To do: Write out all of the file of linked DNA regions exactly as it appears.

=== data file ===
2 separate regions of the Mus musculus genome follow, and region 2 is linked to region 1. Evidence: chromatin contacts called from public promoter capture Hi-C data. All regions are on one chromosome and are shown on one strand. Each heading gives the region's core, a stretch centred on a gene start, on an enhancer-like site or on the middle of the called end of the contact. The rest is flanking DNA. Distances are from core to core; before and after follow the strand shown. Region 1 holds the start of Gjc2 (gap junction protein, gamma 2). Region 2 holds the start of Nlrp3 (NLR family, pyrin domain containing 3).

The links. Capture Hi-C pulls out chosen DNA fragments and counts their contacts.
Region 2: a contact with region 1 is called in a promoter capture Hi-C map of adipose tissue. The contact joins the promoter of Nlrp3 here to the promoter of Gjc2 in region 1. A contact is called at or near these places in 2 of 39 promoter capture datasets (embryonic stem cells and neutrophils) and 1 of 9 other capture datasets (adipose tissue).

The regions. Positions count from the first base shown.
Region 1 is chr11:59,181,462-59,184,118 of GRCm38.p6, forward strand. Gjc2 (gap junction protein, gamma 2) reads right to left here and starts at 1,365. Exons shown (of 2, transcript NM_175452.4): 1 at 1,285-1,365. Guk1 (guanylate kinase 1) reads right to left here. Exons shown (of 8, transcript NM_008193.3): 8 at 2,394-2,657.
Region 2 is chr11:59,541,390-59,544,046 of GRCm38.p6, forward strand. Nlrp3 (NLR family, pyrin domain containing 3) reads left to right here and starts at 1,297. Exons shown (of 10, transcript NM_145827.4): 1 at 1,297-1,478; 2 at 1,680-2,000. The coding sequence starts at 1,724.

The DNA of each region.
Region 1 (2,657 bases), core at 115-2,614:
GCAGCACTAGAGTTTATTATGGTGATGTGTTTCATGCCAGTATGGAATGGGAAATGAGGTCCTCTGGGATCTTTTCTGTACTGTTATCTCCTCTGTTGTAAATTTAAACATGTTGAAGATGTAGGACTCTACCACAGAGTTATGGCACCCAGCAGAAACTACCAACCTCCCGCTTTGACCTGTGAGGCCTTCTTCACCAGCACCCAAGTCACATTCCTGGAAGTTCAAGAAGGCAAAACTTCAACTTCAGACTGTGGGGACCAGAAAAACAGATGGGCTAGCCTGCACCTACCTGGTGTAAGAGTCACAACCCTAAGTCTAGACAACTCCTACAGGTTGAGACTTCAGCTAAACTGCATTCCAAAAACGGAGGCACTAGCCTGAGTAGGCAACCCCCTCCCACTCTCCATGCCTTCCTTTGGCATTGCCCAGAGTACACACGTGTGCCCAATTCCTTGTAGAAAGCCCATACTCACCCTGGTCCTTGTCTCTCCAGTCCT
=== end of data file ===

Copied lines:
2 separate regions of the Mus musculus genome follow, and region 2 is linked to region 1. Evidence: chromatin contacts called from public promoter capture Hi-C data. All regions are on one chromosome and are shown on one strand. Each heading gives the region's core, a stretch centred on a gene start, on an enhancer-like site or on the middle of the called end of the contact. The rest is flanking DNA. Distances are from core to core; before and after follow the strand shown. Region 1 holds the start of Gjc2 (gap junction protein, gamma 2). Region 2 holds the start of Nlrp3 (NLR family, pyrin domain containing 3).

The links. Capture Hi-C pulls out chosen DNA fragments and counts their contacts.
Region 2: a contact with region 1 is called in a promoter capture Hi-C map of adipose tissue. The contact joins the promoter of Nlrp3 here to the promoter of Gjc2 in region 1. A contact is called at or near these places in 2 of 39 promoter capture datasets (embryonic stem cells and neutrophils) and 1 of 9 other capture datasets (adipose tissue).

The regions. Positions count from the first base shown.
Region 1 is chr11:59,181,462-59,184,118 of GRCm38.p6, forward strand. Gjc2 (gap junction protein, gamma 2) reads right to left here and starts at 1,365. Exons shown (of 2, transcript NM_175452.4): 1 at 1,285-1,365. Guk1 (guanylate kinase 1) reads right to left here. Exons shown (of 8, transcript NM_008193.3): 8 at 2,394-2,657.
Region 2 is chr11:59,541,390-59,544,046 of GRCm38.p6, forward strand. Nlrp3 (NLR family, pyrin domain containing 3) reads left to right here and starts at 1,297. Exons shown (of 10, transcript NM_145827.4): 1 at 1,297-1,478; 2 at 1,680-2,000. The coding sequence starts at 1,724.

The DNA of each region.
Region 1 (2,657 bases), core at 115-2,614:
GCAGCACTAGAGTTTATTATGGTGATGTGTTTCATGCCAGTATGGAATGGGAAATGAGGTCCTCTGGGATCTTTTCTGTACTGTTATCTCCTCTGTTGTAAATTTAAACATGTTGAAGATGTAGGACTCTACCACAGAGTTATGGCACCCAGCAGAAACTACCAACCTCCCGCTTTGACCTGTGAGGCCTTCTTCACCAGCACCCAAGTCACATTCCTGGAAGTTCAAGAAGGCAAAACTTCAACTTCAGACTGTGGGGACCAGAAAAACAGATGGGCTAGCCTGCACCTACCTGGTGTAAGAGTCACAACCCTAAGTCTAGACAACTCCTACAGGTTGAGACTTCAGCTAAACTGCATTCCAAAAACGGAGGCACTAGCCTGAGTAGGCAACCCCCTCCCACTCTCCATGCCTTCCTTTGGCATTGCCCAGAGTACACACGTGTGCCCAATTCCTTGTAGAAAGCCCATACTCACCCTGGTCCTTGTCTCTCCAGTCCT